This once applied to all forms of business assets, however, Congress eliminated like-kind exchanges for all assets in 2017. This tax legislation limited to real estate held for active transactional purposes, such as rental properties, offices, shops, hotels and other in-use assets; and created a dedicated benefit for closely or individually held real estate firms.

Like-kind exchanges must meet three general requirements:

  • This property must be held as an investment asset. It cannot be a home for personal use, whether as a primary residence, secondary residence or even an occasional vacation home. As a general rule, if you ever stay at this property it will probably not count for a 1031-like-kind exchange.
  • This property must generate income through rental or other uses. You cannot hold the property just as an investment for a later sale.
  • The property you buy must be of the same “character and class” as the property sold. This is generally a low requirement, as the IRS considers most real estate fungible for this purpose. In general, if you are selling one investment property and using the proceeds to buy another, you will likely meet this requirement. The biggest restriction here is that the IRS rarely considers property outside of the United States as taxably equivalent to property inside the country.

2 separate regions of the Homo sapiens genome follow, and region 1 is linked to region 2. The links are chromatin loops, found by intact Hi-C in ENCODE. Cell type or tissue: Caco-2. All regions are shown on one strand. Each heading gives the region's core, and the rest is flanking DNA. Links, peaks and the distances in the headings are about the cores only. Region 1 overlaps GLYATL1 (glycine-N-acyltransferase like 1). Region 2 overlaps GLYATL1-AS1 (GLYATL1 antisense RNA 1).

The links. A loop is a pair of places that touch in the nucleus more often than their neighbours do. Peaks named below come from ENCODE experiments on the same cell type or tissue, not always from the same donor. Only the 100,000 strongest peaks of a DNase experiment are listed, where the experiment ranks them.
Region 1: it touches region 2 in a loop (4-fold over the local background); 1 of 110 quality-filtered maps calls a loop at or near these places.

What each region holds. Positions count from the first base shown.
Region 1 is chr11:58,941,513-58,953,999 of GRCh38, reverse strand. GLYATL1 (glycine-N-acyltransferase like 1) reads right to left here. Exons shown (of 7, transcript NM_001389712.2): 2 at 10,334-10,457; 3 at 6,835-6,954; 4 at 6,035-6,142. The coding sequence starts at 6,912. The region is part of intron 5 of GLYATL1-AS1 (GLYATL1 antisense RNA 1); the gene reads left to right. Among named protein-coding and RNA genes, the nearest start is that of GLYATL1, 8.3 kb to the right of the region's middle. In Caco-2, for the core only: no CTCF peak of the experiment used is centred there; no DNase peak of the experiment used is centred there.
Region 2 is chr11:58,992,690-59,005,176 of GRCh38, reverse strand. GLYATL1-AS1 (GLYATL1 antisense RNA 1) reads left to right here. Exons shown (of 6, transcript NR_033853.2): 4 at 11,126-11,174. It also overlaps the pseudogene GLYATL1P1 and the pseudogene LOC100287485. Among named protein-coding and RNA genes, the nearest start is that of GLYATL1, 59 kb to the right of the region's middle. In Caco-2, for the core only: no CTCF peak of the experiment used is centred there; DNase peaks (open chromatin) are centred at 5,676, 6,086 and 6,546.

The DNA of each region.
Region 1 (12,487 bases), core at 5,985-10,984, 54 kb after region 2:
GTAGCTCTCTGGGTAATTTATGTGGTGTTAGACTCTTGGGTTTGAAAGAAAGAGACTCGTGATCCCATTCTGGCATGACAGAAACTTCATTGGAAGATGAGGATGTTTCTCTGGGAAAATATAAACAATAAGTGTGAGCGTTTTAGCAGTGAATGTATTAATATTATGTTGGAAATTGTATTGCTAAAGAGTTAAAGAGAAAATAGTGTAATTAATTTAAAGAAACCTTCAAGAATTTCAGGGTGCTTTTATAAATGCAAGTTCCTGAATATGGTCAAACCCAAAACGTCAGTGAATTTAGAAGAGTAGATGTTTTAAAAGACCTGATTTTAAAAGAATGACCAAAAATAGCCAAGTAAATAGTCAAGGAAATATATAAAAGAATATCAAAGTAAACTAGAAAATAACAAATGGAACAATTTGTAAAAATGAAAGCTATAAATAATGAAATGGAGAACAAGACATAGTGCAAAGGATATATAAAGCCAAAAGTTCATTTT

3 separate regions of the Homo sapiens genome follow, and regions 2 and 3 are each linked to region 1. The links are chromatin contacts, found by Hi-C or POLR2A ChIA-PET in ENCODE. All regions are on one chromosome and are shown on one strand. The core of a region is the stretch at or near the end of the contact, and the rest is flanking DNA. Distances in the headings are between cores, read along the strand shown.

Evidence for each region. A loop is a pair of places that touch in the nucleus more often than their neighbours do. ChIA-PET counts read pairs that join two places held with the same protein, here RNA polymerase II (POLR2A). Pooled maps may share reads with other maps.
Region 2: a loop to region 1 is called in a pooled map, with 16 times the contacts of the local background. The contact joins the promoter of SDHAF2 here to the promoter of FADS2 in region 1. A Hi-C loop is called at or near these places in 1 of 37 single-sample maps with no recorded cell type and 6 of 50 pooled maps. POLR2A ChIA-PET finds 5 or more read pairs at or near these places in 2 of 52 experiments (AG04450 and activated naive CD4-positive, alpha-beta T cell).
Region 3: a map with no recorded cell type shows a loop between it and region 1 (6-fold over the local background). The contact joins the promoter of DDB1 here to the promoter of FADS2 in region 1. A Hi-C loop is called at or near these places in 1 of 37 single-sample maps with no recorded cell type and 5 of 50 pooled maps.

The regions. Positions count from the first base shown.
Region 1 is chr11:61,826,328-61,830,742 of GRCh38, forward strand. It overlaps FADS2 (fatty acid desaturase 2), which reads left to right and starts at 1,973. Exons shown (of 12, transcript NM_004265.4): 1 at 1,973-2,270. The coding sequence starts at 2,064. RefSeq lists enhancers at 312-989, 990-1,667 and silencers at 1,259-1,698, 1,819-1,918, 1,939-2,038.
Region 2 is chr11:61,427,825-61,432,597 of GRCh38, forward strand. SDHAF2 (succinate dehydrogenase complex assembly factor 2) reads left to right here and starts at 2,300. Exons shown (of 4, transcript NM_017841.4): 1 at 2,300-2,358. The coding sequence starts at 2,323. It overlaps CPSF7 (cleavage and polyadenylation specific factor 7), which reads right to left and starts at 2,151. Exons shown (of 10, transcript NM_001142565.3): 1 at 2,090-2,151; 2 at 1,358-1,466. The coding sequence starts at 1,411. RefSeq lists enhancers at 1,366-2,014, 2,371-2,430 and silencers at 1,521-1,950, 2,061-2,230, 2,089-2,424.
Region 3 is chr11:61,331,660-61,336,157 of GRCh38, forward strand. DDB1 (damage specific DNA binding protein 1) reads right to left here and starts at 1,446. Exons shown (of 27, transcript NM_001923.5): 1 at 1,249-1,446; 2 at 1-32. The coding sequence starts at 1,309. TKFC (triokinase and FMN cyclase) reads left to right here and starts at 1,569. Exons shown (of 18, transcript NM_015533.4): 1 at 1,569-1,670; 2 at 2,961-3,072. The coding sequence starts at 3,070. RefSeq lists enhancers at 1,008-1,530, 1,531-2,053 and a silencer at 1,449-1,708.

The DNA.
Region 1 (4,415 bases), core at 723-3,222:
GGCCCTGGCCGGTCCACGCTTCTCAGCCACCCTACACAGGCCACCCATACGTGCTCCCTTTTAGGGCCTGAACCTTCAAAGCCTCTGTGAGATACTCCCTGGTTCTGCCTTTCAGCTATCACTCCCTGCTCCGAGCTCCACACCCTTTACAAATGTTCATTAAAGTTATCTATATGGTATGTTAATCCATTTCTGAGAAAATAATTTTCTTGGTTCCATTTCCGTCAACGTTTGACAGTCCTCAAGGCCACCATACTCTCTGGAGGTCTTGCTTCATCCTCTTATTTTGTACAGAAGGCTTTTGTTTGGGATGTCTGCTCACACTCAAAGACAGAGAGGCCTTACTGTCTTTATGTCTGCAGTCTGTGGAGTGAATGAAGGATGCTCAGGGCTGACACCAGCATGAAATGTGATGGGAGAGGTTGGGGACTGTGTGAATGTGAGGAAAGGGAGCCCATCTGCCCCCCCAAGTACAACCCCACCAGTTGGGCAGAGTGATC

You do not need to make a direct swap in a like-kind exchange. Instead, once you sell your first investment property you can put the proceeds from this sale into escrow. You then have 180 days to find and purchase another similarly situated piece of land. This new purchase must also generate income through rentals or other use, and it must also be exclusively for business purposes.

You can then use your escrowed funds to buy this property. If you do so, the IRS allows you to consider this an exchange and you do not have to pay taxes on the proceeds from your original sale. If you own a rental property and would like to upgrade it, this can be an extremely useful tool. However, it is not valuable for homeowners, as like-kind exchanges specifically do not apply to your private residence.

Bottom Line

Can You Avoid Capital Gains by Buying Another Home

You can avoid a significant portion of capital gains taxes through the home sale exclusion, a large tax break that the IRS offers to people who sell their homes. People who own investment property can defer their capital gains by rolling the sale of one property into another. This like-kind exchange does not apply to personal residences, however.

Property Buying Tips for Beginners

  • A financial advisor can help you create a financial plan for your home buying needs and goals. Finding a financial advisor doesn’t have to be hard. SmartAsset’s free tool matches you with up to three vetted financial advisors who serve your area, and you can have a free introductory call with your advisor matches to decide which one you feel is right for you. If you’re ready to find an advisor who can help you achieve your financial goals, get started now.
  • Picking between a dream home and an investment property could be difficult. Depending on your financial needs and goals, here’s why a long-term rental property could pay off.

Photo credit: ©iStock.com/LifestyleVisuals, ©iStock.com/PeopleImages, ©iStock.com/Jirapong Manustrong

...